INTRODUCTION: Deaths during the perinatal period remain a big challenge in Africa, with 38 deaths per 1000 pregnancies in Uganda. The consequences of these deaths can be detrimental to the women; some ending up with postpartum depression. We examined the association between perinatal death and postpartum depression among women in Lira district, Northern Uganda. METHODS: We conducted a community-based cross-sectional study of 1,789 women. Trained research assistants screened women for postpartum depressive symptoms on day 50 postpartum using the Edinburgh postpartum depression scale (EPDS). Socio-demographic, economic, birth and survival status of the neonate were collected during pregnancy and within one week postpartum. We used generalized estimating equation for the Poisson family with a log link using Stata to estimate the prevalence ratio of the association between postpartum depressive symptoms (EPDS scores ≥14) and perinatal death. Mothers who lost their babies between 7-49 days postpartum were excluded. RESULTS: Of the 1,789 participants symptomatically screened for postpartum depression, 377 (21.1%) [95% confidence interval (95%CI): 17.2%, 23.0%] had probable depressive symptoms. The prevalence of postpartum depressive symptoms among the 77 women who had experienced perinatal death (37 stillbirths and 40 early neonatal deaths (≤7 days of life)) was 62.3% [95% CI: 50.8%, 72.6%] compared to 19.2% [95% CI: 17.4%, 21.2%], among 1,712 with live infants at day 50 postpartum. Women who had experienced a perinatal death were three times as likely to have postpartum depressive symptoms as those who had a live birth [adjusted prevalence ratio 3.45 (95% CI: 2.67, 4.48)]. CONCLUSIONS: The prevalence of postpartum depressive symptoms, assessed by EPDS, was high among women who had had a perinatal death in Northern Uganda. Women experiencing a perinatal death need to be screened for postpartum depressive symptoms in order to intervene and reduce associated morbidity.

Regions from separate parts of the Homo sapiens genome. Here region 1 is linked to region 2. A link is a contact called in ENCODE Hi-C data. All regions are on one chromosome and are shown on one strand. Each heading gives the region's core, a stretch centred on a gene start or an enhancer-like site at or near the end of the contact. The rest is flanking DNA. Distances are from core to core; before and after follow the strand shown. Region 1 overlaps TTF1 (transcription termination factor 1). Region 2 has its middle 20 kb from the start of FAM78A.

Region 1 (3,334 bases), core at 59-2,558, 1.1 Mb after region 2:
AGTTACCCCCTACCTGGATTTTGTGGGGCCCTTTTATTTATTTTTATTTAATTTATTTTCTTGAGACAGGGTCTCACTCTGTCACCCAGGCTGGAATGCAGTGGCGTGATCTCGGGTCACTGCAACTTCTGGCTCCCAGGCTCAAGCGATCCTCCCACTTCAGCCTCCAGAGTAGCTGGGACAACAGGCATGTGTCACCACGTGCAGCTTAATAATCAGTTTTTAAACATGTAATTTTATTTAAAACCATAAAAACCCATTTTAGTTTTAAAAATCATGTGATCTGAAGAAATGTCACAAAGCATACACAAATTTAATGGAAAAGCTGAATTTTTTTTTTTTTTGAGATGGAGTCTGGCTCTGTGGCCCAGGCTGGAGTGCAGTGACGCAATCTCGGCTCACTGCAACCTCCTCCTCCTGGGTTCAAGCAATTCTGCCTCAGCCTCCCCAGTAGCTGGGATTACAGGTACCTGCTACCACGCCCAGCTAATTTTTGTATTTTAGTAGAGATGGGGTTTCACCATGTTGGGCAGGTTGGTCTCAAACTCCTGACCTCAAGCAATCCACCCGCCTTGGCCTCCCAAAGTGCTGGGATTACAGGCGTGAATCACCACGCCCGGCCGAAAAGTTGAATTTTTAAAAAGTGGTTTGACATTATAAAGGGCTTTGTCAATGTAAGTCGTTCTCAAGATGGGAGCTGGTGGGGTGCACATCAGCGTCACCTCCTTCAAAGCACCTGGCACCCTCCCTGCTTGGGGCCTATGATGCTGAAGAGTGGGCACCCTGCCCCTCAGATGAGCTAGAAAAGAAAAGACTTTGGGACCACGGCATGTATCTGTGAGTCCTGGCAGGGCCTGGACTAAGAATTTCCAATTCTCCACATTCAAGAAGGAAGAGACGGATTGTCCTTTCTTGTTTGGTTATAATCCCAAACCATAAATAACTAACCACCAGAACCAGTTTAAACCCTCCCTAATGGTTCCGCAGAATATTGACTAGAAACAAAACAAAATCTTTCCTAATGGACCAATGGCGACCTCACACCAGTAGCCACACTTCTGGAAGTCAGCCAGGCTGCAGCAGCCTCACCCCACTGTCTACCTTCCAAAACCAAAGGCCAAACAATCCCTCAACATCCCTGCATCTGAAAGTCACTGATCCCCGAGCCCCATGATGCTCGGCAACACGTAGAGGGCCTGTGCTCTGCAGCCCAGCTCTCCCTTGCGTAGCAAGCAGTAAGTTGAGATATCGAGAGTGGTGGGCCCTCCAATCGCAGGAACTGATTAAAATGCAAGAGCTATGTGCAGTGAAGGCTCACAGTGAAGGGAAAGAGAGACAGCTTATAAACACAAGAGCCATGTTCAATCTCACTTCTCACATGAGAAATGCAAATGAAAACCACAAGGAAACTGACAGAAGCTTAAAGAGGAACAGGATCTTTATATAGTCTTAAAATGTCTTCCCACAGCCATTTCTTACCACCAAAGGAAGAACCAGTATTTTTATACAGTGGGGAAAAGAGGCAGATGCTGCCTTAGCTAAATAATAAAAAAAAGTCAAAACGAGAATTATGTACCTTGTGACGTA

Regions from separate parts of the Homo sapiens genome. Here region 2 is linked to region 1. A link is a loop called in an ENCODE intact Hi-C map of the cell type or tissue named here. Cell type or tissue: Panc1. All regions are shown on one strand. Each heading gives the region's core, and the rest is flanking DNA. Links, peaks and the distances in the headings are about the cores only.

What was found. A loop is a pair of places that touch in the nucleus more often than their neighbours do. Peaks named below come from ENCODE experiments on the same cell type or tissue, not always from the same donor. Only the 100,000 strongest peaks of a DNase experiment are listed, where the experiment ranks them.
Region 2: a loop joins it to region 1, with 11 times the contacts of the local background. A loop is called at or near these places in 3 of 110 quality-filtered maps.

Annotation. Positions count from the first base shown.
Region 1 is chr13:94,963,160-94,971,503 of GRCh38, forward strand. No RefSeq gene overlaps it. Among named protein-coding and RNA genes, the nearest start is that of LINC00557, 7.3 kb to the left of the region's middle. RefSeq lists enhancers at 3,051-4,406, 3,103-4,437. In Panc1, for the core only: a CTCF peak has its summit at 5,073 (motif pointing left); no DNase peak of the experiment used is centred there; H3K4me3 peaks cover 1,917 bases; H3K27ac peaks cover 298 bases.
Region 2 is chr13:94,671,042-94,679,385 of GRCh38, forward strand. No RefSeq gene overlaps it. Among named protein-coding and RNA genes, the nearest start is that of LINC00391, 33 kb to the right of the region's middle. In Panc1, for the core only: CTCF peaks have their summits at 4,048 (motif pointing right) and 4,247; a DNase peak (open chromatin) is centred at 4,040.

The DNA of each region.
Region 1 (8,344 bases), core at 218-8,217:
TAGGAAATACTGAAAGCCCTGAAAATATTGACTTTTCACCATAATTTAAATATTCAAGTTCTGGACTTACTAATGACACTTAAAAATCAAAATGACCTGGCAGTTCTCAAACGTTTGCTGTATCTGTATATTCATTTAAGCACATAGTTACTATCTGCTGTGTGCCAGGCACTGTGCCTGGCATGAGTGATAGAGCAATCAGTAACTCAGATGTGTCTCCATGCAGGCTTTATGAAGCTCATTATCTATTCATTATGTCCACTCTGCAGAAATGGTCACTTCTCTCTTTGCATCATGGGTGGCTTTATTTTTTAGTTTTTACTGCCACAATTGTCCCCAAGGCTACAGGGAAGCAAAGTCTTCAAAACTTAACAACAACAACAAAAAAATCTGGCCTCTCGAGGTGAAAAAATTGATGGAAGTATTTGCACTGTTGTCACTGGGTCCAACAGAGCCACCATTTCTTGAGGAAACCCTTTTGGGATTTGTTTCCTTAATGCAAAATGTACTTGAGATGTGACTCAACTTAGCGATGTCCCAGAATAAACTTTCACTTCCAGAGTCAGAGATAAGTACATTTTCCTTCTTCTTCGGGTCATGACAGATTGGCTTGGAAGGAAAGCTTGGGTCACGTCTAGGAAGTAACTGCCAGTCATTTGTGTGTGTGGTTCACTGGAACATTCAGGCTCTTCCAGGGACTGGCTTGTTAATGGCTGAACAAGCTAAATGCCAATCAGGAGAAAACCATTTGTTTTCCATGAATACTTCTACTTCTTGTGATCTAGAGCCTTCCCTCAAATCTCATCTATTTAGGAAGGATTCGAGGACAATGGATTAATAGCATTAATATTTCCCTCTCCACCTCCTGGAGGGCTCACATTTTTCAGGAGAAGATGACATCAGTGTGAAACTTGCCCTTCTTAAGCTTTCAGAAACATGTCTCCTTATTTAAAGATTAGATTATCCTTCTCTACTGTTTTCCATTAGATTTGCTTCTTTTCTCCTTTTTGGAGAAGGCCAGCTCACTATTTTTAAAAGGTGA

9.
Epilepsy Behav ; : 107302, 2020 Aug 28.
Artigo em Inglês | MEDLINE | ID: mdl-32868221

RESUMO

In this summary paper, we review the body of research contained in this special issue, The Intersection of Culture, Resources, and Disease: Epilepsy Care in Uganda, and corollary recommendations for a way forward. We review key findings and conclusions for the studies, which tell a story of culture and care-seeking through discussions and data gleaned from a rich research landscape traversing community village dwellings, shared communal areas, churches, and urban hospitals. The voices and perspectives of over 16,000 study participants inclusive of people living with epilepsy, their neighbors and healthcare workers, traditional healers, and faith leaders are reported. From this, we synthesize findings and prioritize a set of recommendations to advance epilepsy care in Uganda. Progress will require infrastructure strengthening, multilevel educational investments, and an ambitious, extensive program of community sensitization. These proposed priorities and actions outline a way forward through formidable but surmountable challenges but require harmonized efforts by government and other relevant stakeholders, scholars, clinicians, and community leaders. This article is part of the Special Issue "The Intersection of Culture, Resources, and Disease: Epilepsy Care in Uganda".

10.
Schizophr Res Cogn ; 22: 100187, 2020 Dec.
Artigo em Inglês | MEDLINE | ID: mdl-32874938

RESUMO

Introduction: Several studies of neuropsychological measures have been undertaken in patients with psychotic disorders from low- and middle-income countries (LMICs). It is, however, unclear if the measures used in these studies are appropriate for cognitive screening in clinical settings. We undertook a systematic review to determine if measures investigated in research on psychotic disorders in LMICs meet the clinical utility criteria proposed by The Working Group on Screening and Assessment. Methods: Preferred Reporting Items for Systematic Reviews and Meta-Analyses were employed. We determined if tests had been validated against a comprehensive test battery, the duration and scope of the tests, the personnel administering the tests, and the means of administration. Results: A total of 31 articles were included in the review, of which 11 were from Africa. The studies included 3254 participants with psychosis and 1331 controls. 3 studies reported on the validation of the test against a comprehensive cognitive battery. Assessments took 1 h or less to administer in 6/31 studies. The average number of cognitive domains assessed was four. Nonspecialized staff were used in only 3/31 studies, and most studies used pen and paper tests (17/31). Conclusion: Neuropsychological measures used in research on psychotic disorders in LMICs typically do not meet the Working Group on Screening and Assessment clinical utility criteria for cognitive screening. Measures that have been validated in high-income countries but not in LMICs that do meet these criteria, such as the Brief Assessment of Cognition in Schizophrenia, therefore deserve further study in LMIC settings.